Quite some time ago I can remember my mother buying a box of these little, simple, lime cookies, covered in powdered sugar, that literally melted in your mouth when you ate them. I don't remember the brand name, or anything else about them other than they tasted so good I just kept reaching into the box for more. That box of cookies didn't last long at all. As I ate them I tried to figure out how they could just melt away like they did. Plus they had this “super-cooling” feel to them from the powdered sugar and then there was the lime flavor that lingered behind. I only remember my mother buying those cookies once. Had I known that we would never see them in our house again, I would have taken copious notes to remind me about them; Hind site, right? I have looked for those cookies in stores for a very long time without any luck. I guess you can't be surprised to never find a specific cookie when you don't know the brand, the name, or even what the box looked like. So, when a friend on mine passed this recipe on to me during a slice and bake faze I was going through, I was so very happy. Are they a perfect match… no… but they’re as close as I think I will ever find. And it means that now I don't have to scour the cookie aisle looking for something I know I could have never found anyway!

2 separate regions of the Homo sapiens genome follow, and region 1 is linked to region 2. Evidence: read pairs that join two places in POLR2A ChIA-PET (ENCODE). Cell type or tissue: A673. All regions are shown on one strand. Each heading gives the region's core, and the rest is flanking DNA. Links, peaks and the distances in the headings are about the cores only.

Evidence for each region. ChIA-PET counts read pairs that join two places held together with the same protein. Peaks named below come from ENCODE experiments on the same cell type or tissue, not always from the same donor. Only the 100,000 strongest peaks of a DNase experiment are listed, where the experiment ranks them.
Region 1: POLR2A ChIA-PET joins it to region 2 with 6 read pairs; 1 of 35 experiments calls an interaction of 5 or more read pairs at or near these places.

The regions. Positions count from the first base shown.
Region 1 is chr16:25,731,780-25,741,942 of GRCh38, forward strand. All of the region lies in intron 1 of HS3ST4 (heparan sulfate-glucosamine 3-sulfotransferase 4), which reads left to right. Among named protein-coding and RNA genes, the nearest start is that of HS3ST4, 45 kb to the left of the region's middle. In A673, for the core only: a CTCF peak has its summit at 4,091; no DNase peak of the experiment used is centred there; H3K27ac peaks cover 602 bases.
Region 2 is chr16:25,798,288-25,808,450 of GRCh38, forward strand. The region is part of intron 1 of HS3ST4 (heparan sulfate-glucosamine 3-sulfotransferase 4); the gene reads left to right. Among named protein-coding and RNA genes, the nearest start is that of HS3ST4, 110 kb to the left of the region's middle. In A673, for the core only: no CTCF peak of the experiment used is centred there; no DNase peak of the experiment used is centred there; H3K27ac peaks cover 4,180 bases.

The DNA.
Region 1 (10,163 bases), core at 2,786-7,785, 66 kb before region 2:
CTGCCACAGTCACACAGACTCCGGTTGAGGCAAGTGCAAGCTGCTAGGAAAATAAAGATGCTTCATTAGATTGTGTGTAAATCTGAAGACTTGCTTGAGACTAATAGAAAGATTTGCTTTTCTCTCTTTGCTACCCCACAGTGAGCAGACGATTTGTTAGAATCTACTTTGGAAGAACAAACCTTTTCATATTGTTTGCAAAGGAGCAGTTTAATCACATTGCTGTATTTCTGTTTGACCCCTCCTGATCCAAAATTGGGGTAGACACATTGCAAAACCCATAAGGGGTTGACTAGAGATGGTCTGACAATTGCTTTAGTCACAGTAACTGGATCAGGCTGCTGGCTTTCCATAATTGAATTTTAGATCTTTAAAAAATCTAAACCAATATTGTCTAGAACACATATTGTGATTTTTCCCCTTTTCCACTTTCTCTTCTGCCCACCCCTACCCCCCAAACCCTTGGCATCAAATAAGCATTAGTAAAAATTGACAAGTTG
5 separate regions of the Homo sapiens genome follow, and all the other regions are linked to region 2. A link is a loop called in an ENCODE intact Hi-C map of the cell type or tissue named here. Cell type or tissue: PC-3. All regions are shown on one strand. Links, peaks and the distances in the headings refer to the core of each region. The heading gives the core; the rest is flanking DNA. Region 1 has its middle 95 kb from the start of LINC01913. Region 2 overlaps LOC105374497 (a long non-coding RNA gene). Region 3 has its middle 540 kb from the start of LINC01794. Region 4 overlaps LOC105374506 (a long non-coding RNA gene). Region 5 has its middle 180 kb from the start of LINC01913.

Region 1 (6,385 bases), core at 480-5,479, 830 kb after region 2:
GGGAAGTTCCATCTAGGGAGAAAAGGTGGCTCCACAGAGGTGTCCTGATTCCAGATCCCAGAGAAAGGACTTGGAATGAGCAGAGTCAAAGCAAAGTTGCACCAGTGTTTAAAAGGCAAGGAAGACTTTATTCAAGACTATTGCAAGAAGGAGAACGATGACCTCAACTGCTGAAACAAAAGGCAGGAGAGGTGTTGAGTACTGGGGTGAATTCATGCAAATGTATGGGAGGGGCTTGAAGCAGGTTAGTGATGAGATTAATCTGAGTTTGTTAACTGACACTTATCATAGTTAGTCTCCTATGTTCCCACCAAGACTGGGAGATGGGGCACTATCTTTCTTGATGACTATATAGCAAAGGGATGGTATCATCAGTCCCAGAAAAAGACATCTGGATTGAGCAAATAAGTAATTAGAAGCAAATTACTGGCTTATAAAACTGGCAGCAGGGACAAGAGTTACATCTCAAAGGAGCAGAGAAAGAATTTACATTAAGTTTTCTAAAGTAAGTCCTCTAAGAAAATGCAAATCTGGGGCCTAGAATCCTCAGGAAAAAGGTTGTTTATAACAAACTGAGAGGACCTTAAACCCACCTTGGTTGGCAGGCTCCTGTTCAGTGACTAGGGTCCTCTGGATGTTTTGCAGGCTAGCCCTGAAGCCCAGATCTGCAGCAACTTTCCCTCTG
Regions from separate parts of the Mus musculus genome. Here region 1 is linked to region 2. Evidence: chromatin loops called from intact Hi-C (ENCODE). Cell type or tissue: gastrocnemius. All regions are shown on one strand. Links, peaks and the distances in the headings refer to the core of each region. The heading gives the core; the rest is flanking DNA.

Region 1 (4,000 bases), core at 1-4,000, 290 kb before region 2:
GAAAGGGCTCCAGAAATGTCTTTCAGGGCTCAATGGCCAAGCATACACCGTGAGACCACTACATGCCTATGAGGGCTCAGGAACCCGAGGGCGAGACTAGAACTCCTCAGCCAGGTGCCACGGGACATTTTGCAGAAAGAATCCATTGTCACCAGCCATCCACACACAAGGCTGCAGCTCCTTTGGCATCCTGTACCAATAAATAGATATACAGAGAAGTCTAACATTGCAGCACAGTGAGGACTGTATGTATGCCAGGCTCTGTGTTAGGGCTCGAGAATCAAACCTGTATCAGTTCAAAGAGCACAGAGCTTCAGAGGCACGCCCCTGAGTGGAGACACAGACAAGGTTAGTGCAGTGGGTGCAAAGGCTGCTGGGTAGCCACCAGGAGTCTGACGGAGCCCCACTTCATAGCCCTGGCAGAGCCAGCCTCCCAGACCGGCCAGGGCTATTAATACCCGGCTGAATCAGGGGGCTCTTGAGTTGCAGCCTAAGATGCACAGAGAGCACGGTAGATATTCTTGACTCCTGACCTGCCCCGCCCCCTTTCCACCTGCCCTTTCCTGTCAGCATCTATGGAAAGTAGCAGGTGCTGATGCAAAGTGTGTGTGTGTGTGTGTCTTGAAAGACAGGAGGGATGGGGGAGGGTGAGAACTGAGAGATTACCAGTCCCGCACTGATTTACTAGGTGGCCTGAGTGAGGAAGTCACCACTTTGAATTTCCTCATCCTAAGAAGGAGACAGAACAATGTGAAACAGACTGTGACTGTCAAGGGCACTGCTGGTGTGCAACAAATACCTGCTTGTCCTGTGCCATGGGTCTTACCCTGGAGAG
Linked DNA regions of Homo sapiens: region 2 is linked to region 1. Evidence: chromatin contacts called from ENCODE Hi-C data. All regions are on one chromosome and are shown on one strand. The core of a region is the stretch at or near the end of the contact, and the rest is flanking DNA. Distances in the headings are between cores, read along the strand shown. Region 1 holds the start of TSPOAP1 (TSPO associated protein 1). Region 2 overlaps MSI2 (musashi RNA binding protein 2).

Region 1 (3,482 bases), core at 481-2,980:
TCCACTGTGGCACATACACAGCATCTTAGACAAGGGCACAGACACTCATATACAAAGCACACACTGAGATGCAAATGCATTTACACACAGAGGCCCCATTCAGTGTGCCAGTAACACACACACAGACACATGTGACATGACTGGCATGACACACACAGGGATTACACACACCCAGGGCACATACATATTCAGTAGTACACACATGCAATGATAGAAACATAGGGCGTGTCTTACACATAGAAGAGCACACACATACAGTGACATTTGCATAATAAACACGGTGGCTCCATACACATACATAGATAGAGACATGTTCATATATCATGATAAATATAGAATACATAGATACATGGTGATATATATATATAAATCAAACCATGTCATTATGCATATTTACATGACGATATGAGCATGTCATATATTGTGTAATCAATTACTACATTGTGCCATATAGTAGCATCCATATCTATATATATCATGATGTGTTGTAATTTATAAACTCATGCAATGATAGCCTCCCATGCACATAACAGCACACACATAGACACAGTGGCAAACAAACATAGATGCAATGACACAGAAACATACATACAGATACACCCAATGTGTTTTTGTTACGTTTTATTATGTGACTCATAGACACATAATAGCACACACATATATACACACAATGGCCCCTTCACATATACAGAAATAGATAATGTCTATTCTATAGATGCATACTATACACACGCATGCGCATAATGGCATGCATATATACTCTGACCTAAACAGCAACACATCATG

The original recipe is found on Martha Stewart's web site which you can view here and I haven't changed it at all (well, maybe a tiny, tiny, little bit) because when I baked my first batch they were just as I expected them to be. Good lime flavor, offset by the powdered sugar and melt in your mouth deliciousness. The second time I baked them; well it was exactly the same, why wouldn't it be? The recipe will yield about 5 dozen bite sized cookies if you roll the dough into the 1¼-inch diameter as specified. And the best part is they’re simple to make and we don’t need a ton of ingredients to make them. You will need a stand mixer with the paddle attachment to make these and some parchment paper to roll up the dough and to cover your baking sheets, but that’s about all. The only note I really have on these cookies is don’t overwork the dough in the mixer, that will lead to a tough cookie. When mixing it’s important to stop the mixer when the dough has clumped together a bit but is not fully formed into a ball, then finish mixing by using a rubber spatula to bring it completely together.